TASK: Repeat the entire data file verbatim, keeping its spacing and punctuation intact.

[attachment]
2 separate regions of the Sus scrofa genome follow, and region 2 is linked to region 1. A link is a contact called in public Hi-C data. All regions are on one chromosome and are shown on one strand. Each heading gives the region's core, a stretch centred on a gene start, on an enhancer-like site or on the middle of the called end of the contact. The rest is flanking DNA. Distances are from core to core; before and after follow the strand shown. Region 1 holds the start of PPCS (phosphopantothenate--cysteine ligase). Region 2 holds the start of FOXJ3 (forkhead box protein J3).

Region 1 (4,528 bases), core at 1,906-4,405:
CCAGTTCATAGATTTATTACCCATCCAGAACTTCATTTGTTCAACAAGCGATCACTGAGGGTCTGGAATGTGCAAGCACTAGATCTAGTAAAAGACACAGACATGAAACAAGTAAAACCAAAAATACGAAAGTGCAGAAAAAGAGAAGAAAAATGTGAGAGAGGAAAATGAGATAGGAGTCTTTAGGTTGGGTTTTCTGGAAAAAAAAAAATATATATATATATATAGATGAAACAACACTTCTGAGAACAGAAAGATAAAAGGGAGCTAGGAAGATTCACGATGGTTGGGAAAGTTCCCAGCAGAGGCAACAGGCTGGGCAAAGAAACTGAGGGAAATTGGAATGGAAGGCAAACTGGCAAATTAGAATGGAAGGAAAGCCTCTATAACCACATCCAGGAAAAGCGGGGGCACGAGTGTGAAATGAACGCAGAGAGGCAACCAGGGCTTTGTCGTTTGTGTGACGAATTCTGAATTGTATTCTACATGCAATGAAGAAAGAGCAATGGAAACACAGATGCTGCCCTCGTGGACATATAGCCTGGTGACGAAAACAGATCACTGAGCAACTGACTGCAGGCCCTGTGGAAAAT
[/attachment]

2 separate regions of the Sus scrofa genome follow, and region 2 is linked to region 1. A link is a contact called in public Hi-C data. All regions are on one chromosome and are shown on one strand. Each heading gives the region's core, a stretch centred on a gene start, on an enhancer-like site or on the middle of the called end of the contact. The rest is flanking DNA. Distances are from core to core; before and after follow the strand shown. Region 1 holds the start of PPCS (phosphopantothenate--cysteine ligase). Region 2 holds the start of FOXJ3 (forkhead box protein J3).

Region 1 (4,528 bases), core at 1,906-4,405:
CCAGTTCATAGATTTATTACCCATCCAGAACTTCATTTGTTCAACAAGCGATCACTGAGGGTCTGGAATGTGCAAGCACTAGATCTAGTAAAAGACACAGACATGAAACAAGTAAAACCAAAAATACGAAAGTGCAGAAAAAGAGAAGAAAAATGTGAGAGAGGAAAATGAGATAGGAGTCTTTAGGTTGGGTTTTCTGGAAAAAAAAAAATATATATATATATATAGATGAAACAACACTTCTGAGAACAGAAAGATAAAAGGGAGCTAGGAAGATTCACGATGGTTGGGAAAGTTCCCAGCAGAGGCAACAGGCTGGGCAAAGAAACTGAGGGAAATTGGAATGGAAGGCAAACTGGCAAATTAGAATGGAAGGAAAGCCTCTATAACCACATCCAGGAAAAGCGGGGGCACGAGTGTGAAATGAACGCAGAGAGGCAACCAGGGCTTTGTCGTTTGTGTGACGAATTCTGAATTGTATTCTACATGCAATGAAGAAAGAGCAATGGAAACACAGATGCTGCCCTCGTGGACATATAGCCTGGTGACGAAAACAGATCACTGAGCAACTGACTGCAGGCCCTGTGGAAAAT